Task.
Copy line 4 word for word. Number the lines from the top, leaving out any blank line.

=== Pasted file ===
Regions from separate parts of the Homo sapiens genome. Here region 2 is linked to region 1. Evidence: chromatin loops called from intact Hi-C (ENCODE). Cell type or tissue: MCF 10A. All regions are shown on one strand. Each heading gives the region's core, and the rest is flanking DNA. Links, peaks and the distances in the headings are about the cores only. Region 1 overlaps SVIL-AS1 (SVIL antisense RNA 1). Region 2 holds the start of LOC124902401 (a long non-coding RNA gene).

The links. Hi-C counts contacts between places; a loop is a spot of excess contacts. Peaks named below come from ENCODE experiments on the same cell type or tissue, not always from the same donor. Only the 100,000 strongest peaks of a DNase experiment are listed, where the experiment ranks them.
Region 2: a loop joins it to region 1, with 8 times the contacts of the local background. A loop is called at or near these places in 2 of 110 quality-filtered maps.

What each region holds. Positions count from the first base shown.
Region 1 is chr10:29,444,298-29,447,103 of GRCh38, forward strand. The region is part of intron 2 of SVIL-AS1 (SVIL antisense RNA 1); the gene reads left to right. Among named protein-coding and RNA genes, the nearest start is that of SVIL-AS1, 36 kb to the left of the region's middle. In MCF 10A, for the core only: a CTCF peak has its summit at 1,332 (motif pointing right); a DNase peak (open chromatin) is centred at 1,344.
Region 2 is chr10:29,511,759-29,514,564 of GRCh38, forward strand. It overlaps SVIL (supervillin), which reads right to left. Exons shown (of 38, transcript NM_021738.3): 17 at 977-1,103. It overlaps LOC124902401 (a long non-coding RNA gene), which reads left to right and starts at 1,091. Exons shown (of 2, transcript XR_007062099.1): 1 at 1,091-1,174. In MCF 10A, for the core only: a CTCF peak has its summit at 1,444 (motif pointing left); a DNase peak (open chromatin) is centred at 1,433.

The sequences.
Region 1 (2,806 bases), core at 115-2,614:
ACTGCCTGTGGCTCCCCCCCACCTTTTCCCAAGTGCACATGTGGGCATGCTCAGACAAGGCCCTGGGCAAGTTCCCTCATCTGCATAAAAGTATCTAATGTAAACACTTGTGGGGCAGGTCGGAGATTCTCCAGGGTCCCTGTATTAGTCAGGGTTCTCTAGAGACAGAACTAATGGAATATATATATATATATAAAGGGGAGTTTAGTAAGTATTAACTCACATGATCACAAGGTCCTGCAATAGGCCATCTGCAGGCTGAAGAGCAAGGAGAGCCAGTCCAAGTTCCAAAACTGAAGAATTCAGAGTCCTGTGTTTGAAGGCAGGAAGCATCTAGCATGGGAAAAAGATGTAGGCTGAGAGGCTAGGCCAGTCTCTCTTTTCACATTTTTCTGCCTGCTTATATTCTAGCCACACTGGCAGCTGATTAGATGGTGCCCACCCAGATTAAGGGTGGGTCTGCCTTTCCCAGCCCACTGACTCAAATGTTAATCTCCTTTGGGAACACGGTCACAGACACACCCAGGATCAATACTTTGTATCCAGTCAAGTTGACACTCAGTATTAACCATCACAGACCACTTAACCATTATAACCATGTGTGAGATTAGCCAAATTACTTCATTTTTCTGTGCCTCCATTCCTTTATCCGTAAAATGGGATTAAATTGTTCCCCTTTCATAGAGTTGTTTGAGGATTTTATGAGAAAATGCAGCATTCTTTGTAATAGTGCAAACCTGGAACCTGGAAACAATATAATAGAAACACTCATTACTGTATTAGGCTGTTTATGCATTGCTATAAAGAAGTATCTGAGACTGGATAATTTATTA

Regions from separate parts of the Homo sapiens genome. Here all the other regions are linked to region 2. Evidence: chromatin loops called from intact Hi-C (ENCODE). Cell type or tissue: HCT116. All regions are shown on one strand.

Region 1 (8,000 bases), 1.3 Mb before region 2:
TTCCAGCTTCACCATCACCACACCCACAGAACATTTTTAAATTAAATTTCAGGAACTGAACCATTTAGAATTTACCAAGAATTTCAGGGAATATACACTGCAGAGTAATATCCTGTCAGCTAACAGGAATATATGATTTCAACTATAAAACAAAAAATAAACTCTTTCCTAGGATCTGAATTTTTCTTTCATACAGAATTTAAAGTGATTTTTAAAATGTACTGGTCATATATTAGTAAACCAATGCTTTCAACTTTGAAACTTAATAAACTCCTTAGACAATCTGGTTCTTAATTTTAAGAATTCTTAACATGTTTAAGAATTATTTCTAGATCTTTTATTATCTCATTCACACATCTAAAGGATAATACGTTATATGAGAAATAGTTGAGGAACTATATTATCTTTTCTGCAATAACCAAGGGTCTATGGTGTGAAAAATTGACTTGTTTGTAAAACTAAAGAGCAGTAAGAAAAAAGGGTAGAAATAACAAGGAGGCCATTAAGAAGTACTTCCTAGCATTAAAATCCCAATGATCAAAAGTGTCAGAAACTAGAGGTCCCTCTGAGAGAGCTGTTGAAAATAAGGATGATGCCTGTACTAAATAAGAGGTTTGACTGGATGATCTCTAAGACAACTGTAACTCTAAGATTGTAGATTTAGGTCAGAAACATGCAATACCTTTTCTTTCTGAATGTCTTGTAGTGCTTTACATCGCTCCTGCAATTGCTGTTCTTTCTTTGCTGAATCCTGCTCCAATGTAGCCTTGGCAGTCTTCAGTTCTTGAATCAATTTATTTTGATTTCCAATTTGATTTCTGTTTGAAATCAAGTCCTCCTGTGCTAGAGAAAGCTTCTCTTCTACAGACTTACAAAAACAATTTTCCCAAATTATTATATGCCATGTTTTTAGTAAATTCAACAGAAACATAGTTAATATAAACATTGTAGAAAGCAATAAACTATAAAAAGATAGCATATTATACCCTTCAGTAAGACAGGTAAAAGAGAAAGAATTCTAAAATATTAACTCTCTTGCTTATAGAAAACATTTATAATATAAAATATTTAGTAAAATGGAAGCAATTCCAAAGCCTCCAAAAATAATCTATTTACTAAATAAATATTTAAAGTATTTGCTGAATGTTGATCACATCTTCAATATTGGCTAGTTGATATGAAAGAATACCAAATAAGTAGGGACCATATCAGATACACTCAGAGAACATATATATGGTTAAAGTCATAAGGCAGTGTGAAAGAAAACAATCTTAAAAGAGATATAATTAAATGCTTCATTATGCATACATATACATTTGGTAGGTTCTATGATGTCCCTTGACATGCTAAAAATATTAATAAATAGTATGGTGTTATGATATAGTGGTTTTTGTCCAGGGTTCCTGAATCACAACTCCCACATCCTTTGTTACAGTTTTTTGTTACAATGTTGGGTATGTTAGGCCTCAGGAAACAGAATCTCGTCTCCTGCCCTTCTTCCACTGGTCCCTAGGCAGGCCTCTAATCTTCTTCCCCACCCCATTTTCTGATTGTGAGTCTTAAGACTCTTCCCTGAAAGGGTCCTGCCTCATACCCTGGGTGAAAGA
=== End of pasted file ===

What each region holds. Positions count from the first base shown.